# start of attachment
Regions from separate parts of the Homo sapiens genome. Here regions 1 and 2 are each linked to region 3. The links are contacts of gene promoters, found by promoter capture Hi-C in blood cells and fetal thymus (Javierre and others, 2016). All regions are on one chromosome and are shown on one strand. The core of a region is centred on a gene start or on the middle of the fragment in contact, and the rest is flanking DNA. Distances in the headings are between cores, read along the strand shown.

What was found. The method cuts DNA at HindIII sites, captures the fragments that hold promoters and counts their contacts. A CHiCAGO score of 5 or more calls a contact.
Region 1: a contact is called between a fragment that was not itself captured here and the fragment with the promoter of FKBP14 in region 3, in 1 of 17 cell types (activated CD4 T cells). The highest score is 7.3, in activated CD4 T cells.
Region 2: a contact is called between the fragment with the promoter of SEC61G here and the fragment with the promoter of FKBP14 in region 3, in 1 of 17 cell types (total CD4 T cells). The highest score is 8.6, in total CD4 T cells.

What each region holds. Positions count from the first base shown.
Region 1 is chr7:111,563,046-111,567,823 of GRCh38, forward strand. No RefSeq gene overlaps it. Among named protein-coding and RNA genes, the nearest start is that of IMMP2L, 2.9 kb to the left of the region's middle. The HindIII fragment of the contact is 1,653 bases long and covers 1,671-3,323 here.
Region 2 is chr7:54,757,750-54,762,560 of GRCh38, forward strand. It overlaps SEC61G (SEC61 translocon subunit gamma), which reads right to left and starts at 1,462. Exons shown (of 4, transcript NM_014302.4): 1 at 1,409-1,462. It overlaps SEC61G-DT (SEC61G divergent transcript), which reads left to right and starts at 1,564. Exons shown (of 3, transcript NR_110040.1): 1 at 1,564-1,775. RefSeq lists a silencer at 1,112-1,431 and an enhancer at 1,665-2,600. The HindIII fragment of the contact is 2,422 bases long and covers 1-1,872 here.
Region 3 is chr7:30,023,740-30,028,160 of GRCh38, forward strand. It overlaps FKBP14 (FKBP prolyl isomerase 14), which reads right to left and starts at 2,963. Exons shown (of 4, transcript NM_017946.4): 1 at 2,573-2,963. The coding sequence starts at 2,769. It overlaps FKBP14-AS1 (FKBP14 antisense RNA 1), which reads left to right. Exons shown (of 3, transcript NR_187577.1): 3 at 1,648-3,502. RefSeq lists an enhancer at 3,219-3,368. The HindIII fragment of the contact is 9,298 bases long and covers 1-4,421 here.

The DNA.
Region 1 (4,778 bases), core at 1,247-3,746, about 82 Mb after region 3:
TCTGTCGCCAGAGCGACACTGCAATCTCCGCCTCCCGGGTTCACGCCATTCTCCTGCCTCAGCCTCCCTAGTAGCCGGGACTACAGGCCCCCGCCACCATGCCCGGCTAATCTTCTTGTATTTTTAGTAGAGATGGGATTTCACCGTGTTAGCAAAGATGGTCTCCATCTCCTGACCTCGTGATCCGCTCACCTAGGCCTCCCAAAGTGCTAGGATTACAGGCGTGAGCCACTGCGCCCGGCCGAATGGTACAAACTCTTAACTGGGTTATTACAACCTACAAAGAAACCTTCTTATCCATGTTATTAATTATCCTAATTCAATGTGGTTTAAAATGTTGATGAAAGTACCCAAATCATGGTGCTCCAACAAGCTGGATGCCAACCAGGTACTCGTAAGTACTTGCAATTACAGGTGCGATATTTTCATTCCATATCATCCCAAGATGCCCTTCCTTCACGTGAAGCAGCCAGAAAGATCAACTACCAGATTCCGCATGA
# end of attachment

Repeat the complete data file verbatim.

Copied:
Regions from separate parts of the Homo sapiens genome. Here regions 1 and 2 are each linked to region 3. The links are contacts of gene promoters, found by promoter capture Hi-C in blood cells and fetal thymus (Javierre and others, 2016). All regions are on one chromosome and are shown on one strand. The core of a region is centred on a gene start or on the middle of the fragment in contact, and the rest is flanking DNA. Distances in the headings are between cores, read along the strand shown.

What was found. The method cuts DNA at HindIII sites, captures the fragments that hold promoters and counts their contacts. A CHiCAGO score of 5 or more calls a contact.
Region 1: a contact is called between a fragment that was not itself captured here and the fragment with the promoter of FKBP14 in region 3, in 1 of 17 cell types (activated CD4 T cells). The highest score is 7.3, in activated CD4 T cells.
Region 2: a contact is called between the fragment with the promoter of SEC61G here and the fragment with the promoter of FKBP14 in region 3, in 1 of 17 cell types (total CD4 T cells). The highest score is 8.6, in total CD4 T cells.

What each region holds. Positions count from the first base shown.
Region 1 is chr7:111,563,046-111,567,823 of GRCh38, forward strand. No RefSeq gene overlaps it. Among named protein-coding and RNA genes, the nearest start is that of IMMP2L, 2.9 kb to the left of the region's middle. The HindIII fragment of the contact is 1,653 bases long and covers 1,671-3,323 here.
Region 2 is chr7:54,757,750-54,762,560 of GRCh38, forward strand. It overlaps SEC61G (SEC61 translocon subunit gamma), which reads right to left and starts at 1,462. Exons shown (of 4, transcript NM_014302.4): 1 at 1,409-1,462. It overlaps SEC61G-DT (SEC61G divergent transcript), which reads left to right and starts at 1,564. Exons shown (of 3, transcript NR_110040.1): 1 at 1,564-1,775. RefSeq lists a silencer at 1,112-1,431 and an enhancer at 1,665-2,600. The HindIII fragment of the contact is 2,422 bases long and covers 1-1,872 here.
Region 3 is chr7:30,023,740-30,028,160 of GRCh38, forward strand. It overlaps FKBP14 (FKBP prolyl isomerase 14), which reads right to left and starts at 2,963. Exons shown (of 4, transcript NM_017946.4): 1 at 2,573-2,963. The coding sequence starts at 2,769. It overlaps FKBP14-AS1 (FKBP14 antisense RNA 1), which reads left to right. Exons shown (of 3, transcript NR_187577.1): 3 at 1,648-3,502. RefSeq lists an enhancer at 3,219-3,368. The HindIII fragment of the contact is 9,298 bases long and covers 1-4,421 here.

The DNA.
Region 1 (4,778 bases), core at 1,247-3,746, about 82 Mb after region 3:
TCTGTCGCCAGAGCGACACTGCAATCTCCGCCTCCCGGGTTCACGCCATTCTCCTGCCTCAGCCTCCCTAGTAGCCGGGACTACAGGCCCCCGCCACCATGCCCGGCTAATCTTCTTGTATTTTTAGTAGAGATGGGATTTCACCGTGTTAGCAAAGATGGTCTCCATCTCCTGACCTCGTGATCCGCTCACCTAGGCCTCCCAAAGTGCTAGGATTACAGGCGTGAGCCACTGCGCCCGGCCGAATGGTACAAACTCTTAACTGGGTTATTACAACCTACAAAGAAACCTTCTTATCCATGTTATTAATTATCCTAATTCAATGTGGTTTAAAATGTTGATGAAAGTACCCAAATCATGGTGCTCCAACAAGCTGGATGCCAACCAGGTACTCGTAAGTACTTGCAATTACAGGTGCGATATTTTCATTCCATATCATCCCAAGATGCCCTTCCTTCACGTGAAGCAGCCAGAAAGATCAACTACCAGATTCCGCATGA